For many inner city kids, summer can mean fearing an uptick in violence, and also sitting around with not a whole lot to do. "Bridges" is a summer program giving many of those kids not just a place to go and learn, but it's giving them lessons that continue to take shape throughout their lives.
The program, with the help of donors, gives them all of that for less than the cost of a Ravens ticket.
Just before 8:30 on a humid Monday morning during summer in Baltimore County, a group of inner city school kids from northeast Baltimore arrive for summer classes.
Two school buses pull up. The doors open and an excited group of kids jumped out, giving high fives to volunteers, just a few years older, in front of St. Paul's School.
It's time to start their day, one of many in a five-week summer program.
If each of them sticks to a time-tested recipe for success, they will have the opportunity to escape the cycle of violent crime, fear and desperation that grips much of Baltimore's inner city.
A couple years back, there was a murder on my street, said Jared Johnson, a rising sophomore at Baltimore City College. "And to see someone laying dead on the streets...."
He let his voice trail off.
Johnson said the image paints a heaviness he knows all too well, bearing the weight of taking care of his diabetic mother, and being the man of the house.
With Bridges, he's building a foundation for a better tomorrow, saying that he already has decided he wants to go to college to become a marine biologist or an audio engineer.
"There are a lot of students who are pretty motivated when they're young. But life can get complicated," said Rob Paymer, the Executive Director of the program, a kind of wide-scale, classroom based enrichment for kids during the summer. He joined the program ten years ago, becoming the first full-time staff member.
During the five weeks, classrooms are full of kids learning math, science and literature. But where this program differs is in its one-of-a-kind approach, one that literally follows the kids for life.
"We take this long term focus because over the years we've seen kids who were good students in fourth and fifth, and then struggle when they get to middle school," Paymer said.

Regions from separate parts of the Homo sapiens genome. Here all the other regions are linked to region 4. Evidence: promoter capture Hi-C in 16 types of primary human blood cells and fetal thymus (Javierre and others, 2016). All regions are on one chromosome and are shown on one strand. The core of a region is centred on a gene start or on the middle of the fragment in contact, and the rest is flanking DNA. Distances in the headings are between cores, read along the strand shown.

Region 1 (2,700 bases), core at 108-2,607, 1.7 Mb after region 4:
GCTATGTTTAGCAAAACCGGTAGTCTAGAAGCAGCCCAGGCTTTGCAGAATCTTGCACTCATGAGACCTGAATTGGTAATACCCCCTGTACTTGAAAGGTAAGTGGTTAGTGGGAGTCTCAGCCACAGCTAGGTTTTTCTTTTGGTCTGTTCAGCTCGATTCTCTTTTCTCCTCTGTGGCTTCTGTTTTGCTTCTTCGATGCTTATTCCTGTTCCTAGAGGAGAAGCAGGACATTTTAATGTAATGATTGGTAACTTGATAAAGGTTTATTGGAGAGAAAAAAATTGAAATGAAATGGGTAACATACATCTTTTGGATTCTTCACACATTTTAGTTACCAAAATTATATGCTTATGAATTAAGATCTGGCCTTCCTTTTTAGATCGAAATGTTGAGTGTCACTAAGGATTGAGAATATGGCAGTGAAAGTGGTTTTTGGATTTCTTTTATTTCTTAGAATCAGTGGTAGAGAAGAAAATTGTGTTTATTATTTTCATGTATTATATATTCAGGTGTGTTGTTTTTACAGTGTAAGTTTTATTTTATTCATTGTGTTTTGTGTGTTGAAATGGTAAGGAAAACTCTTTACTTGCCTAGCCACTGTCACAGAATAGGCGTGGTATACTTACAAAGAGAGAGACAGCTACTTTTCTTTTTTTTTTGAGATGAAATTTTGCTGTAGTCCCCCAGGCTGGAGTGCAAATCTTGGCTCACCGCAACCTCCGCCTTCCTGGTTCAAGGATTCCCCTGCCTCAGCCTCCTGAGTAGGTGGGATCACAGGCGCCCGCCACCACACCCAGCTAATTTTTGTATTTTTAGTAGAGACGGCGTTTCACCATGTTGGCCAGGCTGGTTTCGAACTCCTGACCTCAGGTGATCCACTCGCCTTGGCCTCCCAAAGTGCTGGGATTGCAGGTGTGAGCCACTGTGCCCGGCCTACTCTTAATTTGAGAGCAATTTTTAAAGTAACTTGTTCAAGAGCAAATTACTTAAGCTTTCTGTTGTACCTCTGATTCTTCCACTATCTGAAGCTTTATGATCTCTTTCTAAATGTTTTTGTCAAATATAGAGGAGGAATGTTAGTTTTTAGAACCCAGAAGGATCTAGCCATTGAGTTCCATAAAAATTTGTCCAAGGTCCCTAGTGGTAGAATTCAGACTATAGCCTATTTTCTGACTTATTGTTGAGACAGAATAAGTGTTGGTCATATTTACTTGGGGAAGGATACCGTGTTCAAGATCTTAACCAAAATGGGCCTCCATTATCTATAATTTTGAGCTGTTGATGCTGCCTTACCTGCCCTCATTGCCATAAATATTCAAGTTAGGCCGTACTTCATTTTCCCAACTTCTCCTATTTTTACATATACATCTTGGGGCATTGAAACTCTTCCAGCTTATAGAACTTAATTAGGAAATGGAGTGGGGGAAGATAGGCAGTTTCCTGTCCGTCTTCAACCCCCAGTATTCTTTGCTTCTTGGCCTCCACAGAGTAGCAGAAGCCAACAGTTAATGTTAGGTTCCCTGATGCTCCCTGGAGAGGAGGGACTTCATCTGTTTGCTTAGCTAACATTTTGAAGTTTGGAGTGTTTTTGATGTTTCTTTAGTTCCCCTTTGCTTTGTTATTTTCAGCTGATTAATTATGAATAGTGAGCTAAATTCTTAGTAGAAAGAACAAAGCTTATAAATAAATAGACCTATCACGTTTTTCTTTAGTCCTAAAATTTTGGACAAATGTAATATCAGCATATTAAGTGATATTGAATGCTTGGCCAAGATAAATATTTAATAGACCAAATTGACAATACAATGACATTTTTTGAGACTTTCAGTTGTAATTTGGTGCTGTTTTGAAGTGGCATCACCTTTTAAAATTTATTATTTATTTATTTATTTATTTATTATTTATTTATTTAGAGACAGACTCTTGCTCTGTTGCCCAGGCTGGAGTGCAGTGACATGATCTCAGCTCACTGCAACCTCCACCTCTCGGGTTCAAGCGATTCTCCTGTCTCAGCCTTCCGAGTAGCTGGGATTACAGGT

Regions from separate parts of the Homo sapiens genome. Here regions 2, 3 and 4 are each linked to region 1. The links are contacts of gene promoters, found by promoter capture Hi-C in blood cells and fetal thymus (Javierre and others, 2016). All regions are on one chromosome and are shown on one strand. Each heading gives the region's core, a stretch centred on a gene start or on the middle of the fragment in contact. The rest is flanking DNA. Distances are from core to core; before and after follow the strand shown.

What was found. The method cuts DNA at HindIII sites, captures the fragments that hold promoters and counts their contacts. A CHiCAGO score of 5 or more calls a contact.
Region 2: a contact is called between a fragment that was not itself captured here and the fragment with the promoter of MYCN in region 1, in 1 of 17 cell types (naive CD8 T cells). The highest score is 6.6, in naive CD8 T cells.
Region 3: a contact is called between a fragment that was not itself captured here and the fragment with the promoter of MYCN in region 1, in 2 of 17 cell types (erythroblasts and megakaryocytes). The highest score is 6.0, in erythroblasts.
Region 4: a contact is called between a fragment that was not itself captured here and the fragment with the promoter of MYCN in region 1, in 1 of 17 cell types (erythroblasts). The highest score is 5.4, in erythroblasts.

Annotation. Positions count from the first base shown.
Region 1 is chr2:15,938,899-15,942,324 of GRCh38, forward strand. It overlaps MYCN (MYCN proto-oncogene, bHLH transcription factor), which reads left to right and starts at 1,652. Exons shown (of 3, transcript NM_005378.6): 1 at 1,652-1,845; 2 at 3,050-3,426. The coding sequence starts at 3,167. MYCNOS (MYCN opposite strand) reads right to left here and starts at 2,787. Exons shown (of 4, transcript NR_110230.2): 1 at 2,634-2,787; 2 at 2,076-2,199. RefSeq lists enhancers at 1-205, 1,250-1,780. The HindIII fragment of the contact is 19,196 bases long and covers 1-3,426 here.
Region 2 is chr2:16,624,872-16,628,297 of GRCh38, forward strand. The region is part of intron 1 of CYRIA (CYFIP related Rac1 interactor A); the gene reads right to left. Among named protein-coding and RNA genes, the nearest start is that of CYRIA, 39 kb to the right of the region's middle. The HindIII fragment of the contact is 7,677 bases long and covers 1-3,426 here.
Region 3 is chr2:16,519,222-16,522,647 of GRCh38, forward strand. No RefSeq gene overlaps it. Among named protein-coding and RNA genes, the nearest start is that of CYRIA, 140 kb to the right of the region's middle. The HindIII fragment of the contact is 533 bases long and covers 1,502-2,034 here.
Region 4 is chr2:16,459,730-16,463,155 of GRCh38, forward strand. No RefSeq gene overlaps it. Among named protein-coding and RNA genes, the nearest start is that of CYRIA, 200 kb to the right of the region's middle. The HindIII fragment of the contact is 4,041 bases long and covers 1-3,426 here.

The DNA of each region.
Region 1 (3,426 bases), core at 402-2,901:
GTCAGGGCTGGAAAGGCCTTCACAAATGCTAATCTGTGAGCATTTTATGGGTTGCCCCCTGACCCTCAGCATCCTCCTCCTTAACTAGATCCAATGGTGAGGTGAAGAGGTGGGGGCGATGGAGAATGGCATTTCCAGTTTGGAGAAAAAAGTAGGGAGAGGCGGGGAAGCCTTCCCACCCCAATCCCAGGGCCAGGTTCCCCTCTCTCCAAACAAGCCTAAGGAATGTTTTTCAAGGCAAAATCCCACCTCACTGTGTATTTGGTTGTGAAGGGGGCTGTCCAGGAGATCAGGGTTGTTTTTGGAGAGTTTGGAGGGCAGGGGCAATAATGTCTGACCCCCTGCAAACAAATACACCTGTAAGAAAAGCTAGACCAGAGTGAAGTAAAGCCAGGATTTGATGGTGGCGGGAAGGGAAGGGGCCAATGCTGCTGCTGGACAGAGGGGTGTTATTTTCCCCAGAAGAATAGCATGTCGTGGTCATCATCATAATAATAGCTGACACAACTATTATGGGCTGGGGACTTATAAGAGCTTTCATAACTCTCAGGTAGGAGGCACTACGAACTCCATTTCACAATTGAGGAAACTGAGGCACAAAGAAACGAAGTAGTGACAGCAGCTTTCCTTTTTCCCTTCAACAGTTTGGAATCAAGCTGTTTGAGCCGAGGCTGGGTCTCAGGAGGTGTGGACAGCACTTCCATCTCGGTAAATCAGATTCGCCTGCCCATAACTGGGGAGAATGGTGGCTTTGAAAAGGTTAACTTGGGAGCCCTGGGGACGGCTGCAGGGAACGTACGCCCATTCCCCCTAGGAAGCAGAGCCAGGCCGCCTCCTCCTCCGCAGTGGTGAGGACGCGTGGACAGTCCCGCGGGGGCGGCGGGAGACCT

Bridges starts when kids are nominated to take part in the program by their regular school teachers as they leave third grade and enter the fourth. They're the students who show promise, but may need a little long-term guidance to get across the finish line," Paymer said.
Once in the program, they're shaped and molded, getting targeted direction to stay on track. During the school year, tutors and mentoring relationships are made available.
Johnson said he thought the program has "most definitely" changed his life, describing himself as a shy, self-described momma's boy when he started the program in fourth grade, but has learned how to break through those limitations because of the mentoring he's received at the program.
But as he sat through a SAT prep class -- while his classmates went through courses on interviewing and crafting college essays -- the measure of the program became clear for Johnson to grasp.
"Through this program, right now I work at the Baer School, he said. "If I wasn't doing that, I would be outside just probably sitting on the steps."
During the course of the summer, the high school students are put into job programs, many of which are supplied by the city's Youth Works initiative, and many more offered through partnerships with doctors and lawyers, where students are paid to learn future skills.
One such program, offered through Bridges and Outward Bound, allowed Tasmine Prater to take part in a three week sailing expedition off the coast of Maine. The summer he spent on the water eventually led to getting a job at the Baltimore's Downtown Sailing Center after being connected with the opportunity through Bridges.
"It went from 'Okay, this is a cool summer camp,' to 'This can actually take me somewhere really impressive," Prater said.
The job is helpful, he said, in paying for his college education. He'll be a junior at the University of Maryland-College Park this fall where he studies astronomy and physics, and wants to work for NASA after he graduates. Realizing his own potential in making that happen is owed to Bridges, he said.
"We expect to to be really partners with kids and their parents," Paymer said. When he took over the program, it included just a few dozen students. That number has now swelled to 200 students after they opened a second location at Gilman School in Roland Park.
They're also starting to help kids as they get into college, and are formalizing that role, Paymer said. The goal there is to make sure they get as many kids through college as possible.
The programs ultimate successes aren't measured in numbers, though; they come in lives touched and hope given.
And for Johnson, who plans to be the first person in his family to go to college, that's a concept larger than a few summers spent in a classroom.
"In 20 years I see myself still learning, trying to make myself better than I am now," he said.